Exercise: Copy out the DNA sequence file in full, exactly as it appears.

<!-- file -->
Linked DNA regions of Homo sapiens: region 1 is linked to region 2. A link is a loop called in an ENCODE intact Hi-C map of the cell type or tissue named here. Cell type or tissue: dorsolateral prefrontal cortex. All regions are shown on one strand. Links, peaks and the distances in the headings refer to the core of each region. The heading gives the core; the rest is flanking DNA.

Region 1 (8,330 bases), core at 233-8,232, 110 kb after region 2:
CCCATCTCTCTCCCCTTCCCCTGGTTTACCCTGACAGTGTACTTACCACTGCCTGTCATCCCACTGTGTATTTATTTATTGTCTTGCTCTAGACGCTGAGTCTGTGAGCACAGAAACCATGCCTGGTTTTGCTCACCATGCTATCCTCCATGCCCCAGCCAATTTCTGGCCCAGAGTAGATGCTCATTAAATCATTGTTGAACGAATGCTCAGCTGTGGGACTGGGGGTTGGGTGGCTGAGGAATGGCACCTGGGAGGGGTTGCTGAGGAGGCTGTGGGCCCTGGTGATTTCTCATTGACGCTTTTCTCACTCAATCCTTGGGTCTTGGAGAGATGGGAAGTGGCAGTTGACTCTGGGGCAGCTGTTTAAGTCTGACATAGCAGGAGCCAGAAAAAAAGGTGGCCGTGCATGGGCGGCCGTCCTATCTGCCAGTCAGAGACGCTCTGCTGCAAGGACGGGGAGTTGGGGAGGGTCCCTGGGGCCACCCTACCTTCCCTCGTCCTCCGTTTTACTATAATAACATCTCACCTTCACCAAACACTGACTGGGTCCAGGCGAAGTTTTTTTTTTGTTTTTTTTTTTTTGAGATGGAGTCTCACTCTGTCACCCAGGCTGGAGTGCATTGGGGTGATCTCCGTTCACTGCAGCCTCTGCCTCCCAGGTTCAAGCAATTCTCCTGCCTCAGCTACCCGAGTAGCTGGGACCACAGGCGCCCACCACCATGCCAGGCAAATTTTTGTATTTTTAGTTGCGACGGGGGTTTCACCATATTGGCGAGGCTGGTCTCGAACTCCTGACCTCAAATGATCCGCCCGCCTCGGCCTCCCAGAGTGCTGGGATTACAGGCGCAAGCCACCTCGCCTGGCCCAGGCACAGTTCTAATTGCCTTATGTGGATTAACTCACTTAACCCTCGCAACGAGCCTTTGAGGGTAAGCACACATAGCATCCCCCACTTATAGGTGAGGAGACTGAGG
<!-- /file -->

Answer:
Linked DNA regions of Homo sapiens: region 1 is linked to region 2. A link is a loop called in an ENCODE intact Hi-C map of the cell type or tissue named here. Cell type or tissue: dorsolateral prefrontal cortex. All regions are shown on one strand. Links, peaks and the distances in the headings refer to the core of each region. The heading gives the core; the rest is flanking DNA.

Region 1 (8,330 bases), core at 233-8,232, 110 kb after region 2:
CCCATCTCTCTCCCCTTCCCCTGGTTTACCCTGACAGTGTACTTACCACTGCCTGTCATCCCACTGTGTATTTATTTATTGTCTTGCTCTAGACGCTGAGTCTGTGAGCACAGAAACCATGCCTGGTTTTGCTCACCATGCTATCCTCCATGCCCCAGCCAATTTCTGGCCCAGAGTAGATGCTCATTAAATCATTGTTGAACGAATGCTCAGCTGTGGGACTGGGGGTTGGGTGGCTGAGGAATGGCACCTGGGAGGGGTTGCTGAGGAGGCTGTGGGCCCTGGTGATTTCTCATTGACGCTTTTCTCACTCAATCCTTGGGTCTTGGAGAGATGGGAAGTGGCAGTTGACTCTGGGGCAGCTGTTTAAGTCTGACATAGCAGGAGCCAGAAAAAAAGGTGGCCGTGCATGGGCGGCCGTCCTATCTGCCAGTCAGAGACGCTCTGCTGCAAGGACGGGGAGTTGGGGAGGGTCCCTGGGGCCACCCTACCTTCCCTCGTCCTCCGTTTTACTATAATAACATCTCACCTTCACCAAACACTGACTGGGTCCAGGCGAAGTTTTTTTTTTGTTTTTTTTTTTTTGAGATGGAGTCTCACTCTGTCACCCAGGCTGGAGTGCATTGGGGTGATCTCCGTTCACTGCAGCCTCTGCCTCCCAGGTTCAAGCAATTCTCCTGCCTCAGCTACCCGAGTAGCTGGGACCACAGGCGCCCACCACCATGCCAGGCAAATTTTTGTATTTTTAGTTGCGACGGGGGTTTCACCATATTGGCGAGGCTGGTCTCGAACTCCTGACCTCAAATGATCCGCCCGCCTCGGCCTCCCAGAGTGCTGGGATTACAGGCGCAAGCCACCTCGCCTGGCCCAGGCACAGTTCTAATTGCCTTATGTGGATTAACTCACTTAACCCTCGCAACGAGCCTTTGAGGGTAAGCACACATAGCATCCCCCACTTATAGGTGAGGAGACTGAGG